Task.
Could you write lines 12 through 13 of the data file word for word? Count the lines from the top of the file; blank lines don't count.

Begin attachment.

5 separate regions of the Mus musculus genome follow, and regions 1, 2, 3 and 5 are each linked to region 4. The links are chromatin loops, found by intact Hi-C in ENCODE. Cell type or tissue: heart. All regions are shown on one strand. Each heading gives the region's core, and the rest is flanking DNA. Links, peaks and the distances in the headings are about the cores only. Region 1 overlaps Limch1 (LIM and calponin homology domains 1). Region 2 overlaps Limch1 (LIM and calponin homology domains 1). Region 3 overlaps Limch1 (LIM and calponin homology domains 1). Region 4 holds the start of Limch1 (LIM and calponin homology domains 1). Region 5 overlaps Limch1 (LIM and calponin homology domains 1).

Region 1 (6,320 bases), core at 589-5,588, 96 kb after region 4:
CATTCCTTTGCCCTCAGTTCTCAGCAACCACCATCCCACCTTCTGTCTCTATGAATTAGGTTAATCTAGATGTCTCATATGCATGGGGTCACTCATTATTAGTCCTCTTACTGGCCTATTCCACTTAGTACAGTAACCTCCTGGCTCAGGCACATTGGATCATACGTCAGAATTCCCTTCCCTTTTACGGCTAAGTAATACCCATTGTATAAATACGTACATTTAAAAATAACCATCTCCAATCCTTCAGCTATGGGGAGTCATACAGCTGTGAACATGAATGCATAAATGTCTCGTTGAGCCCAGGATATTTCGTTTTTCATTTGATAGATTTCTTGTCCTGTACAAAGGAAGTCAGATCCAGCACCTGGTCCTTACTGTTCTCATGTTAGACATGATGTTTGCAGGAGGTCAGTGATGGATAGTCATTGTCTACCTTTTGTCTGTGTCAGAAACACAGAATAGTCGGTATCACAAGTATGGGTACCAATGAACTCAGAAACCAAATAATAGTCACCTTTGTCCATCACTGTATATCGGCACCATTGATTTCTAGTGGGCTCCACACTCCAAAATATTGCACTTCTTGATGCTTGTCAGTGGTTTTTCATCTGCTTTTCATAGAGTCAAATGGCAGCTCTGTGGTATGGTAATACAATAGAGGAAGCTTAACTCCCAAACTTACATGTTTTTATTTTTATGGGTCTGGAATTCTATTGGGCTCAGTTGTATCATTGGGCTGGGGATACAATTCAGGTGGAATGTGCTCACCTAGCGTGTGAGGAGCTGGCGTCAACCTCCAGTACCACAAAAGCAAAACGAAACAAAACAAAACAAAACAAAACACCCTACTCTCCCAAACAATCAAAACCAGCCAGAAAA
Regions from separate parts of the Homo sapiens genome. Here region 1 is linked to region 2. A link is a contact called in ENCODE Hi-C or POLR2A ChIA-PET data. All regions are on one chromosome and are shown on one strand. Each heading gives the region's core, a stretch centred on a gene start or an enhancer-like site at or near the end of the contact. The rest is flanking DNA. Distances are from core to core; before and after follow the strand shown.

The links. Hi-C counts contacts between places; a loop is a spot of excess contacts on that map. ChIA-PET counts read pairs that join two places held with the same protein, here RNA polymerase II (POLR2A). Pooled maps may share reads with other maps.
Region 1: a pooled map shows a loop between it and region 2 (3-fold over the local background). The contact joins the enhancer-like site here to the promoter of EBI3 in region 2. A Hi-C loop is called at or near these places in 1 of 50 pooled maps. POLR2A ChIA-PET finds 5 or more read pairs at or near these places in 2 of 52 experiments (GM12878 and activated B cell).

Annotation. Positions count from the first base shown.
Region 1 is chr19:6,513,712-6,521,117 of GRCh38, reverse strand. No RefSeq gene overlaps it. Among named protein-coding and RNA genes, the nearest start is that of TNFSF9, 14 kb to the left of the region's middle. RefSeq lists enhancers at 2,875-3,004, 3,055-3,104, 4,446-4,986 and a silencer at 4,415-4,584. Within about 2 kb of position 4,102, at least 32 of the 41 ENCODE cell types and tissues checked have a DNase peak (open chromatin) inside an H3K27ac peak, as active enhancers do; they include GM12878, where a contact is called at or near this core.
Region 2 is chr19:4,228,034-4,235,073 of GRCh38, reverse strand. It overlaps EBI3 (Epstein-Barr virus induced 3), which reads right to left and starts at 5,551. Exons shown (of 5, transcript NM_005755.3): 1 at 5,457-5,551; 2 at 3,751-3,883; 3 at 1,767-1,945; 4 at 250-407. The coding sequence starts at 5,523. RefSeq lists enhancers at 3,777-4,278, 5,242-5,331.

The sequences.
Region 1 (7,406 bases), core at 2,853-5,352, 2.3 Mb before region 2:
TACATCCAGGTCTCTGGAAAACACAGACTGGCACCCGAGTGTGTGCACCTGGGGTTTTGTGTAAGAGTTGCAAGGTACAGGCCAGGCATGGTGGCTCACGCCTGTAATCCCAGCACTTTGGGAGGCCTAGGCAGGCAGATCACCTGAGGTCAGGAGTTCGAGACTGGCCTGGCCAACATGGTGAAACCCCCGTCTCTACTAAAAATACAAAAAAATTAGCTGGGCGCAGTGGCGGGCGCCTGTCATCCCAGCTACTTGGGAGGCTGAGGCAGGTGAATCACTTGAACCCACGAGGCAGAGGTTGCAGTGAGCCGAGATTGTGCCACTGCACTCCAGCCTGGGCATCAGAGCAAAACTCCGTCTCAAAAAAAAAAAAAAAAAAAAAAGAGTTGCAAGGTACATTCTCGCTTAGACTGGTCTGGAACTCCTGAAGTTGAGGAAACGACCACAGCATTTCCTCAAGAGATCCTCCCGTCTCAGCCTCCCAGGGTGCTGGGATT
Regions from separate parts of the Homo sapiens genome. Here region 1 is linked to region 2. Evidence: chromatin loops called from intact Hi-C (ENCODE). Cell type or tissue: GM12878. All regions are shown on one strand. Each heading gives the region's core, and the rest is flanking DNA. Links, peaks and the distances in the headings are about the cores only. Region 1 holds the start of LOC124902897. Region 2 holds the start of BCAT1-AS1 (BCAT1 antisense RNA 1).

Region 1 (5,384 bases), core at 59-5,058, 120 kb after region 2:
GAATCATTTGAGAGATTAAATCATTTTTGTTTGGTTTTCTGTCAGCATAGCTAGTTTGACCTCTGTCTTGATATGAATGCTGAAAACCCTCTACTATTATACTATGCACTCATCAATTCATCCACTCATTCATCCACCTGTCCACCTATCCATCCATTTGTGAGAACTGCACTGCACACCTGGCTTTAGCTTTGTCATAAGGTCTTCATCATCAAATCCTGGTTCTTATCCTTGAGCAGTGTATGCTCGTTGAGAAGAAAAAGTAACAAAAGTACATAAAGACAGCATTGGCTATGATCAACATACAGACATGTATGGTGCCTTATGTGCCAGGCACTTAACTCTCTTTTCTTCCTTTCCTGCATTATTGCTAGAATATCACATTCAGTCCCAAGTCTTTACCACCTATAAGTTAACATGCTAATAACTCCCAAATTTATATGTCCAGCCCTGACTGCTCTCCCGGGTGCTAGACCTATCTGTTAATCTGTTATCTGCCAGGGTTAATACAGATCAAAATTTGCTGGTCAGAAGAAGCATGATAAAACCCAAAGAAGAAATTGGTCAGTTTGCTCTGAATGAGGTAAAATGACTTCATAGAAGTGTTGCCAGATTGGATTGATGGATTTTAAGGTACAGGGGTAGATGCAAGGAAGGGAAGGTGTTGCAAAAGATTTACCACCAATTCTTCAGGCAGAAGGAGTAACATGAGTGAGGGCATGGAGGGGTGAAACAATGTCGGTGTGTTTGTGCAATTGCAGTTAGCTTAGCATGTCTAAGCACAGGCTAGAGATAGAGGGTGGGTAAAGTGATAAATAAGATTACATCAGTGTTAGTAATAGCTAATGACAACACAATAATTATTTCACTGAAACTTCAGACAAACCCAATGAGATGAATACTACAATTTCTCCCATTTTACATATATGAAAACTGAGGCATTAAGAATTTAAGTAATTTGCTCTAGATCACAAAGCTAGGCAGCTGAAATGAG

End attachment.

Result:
TACATCCAGGTCTCTGGAAAACACAGACTGGCACCCGAGTGTGTGCACCTGGGGTTTTGTGTAAGAGTTGCAAGGTACAGGCCAGGCATGGTGGCTCACGCCTGTAATCCCAGCACTTTGGGAGGCCTAGGCAGGCAGATCACCTGAGGTCAGGAGTTCGAGACTGGCCTGGCCAACATGGTGAAACCCCCGTCTCTACTAAAAATACAAAAAAATTAGCTGGGCGCAGTGGCGGGCGCCTGTCATCCCAGCTACTTGGGAGGCTGAGGCAGGTGAATCACTTGAACCCACGAGGCAGAGGTTGCAGTGAGCCGAGATTGTGCCACTGCACTCCAGCCTGGGCATCAGAGCAAAACTCCGTCTCAAAAAAAAAAAAAAAAAAAAAAGAGTTGCAAGGTACATTCTCGCTTAGACTGGTCTGGAACTCCTGAAGTTGAGGAAACGACCACAGCATTTCCTCAAGAGATCCTCCCGTCTCAGCCTCCCAGGGTGCTGGGATT
Regions from separate parts of the Homo sapiens genome. Here region 1 is linked to region 2. Evidence: chromatin loops called from intact Hi-C (ENCODE). Cell type or tissue: GM12878. All regions are shown on one strand. Each heading gives the region's core, and the rest is flanking DNA. Links, peaks and the distances in the headings are about the cores only. Region 1 holds the start of LOC124902897. Region 2 holds the start of BCAT1-AS1 (BCAT1 antisense RNA 1).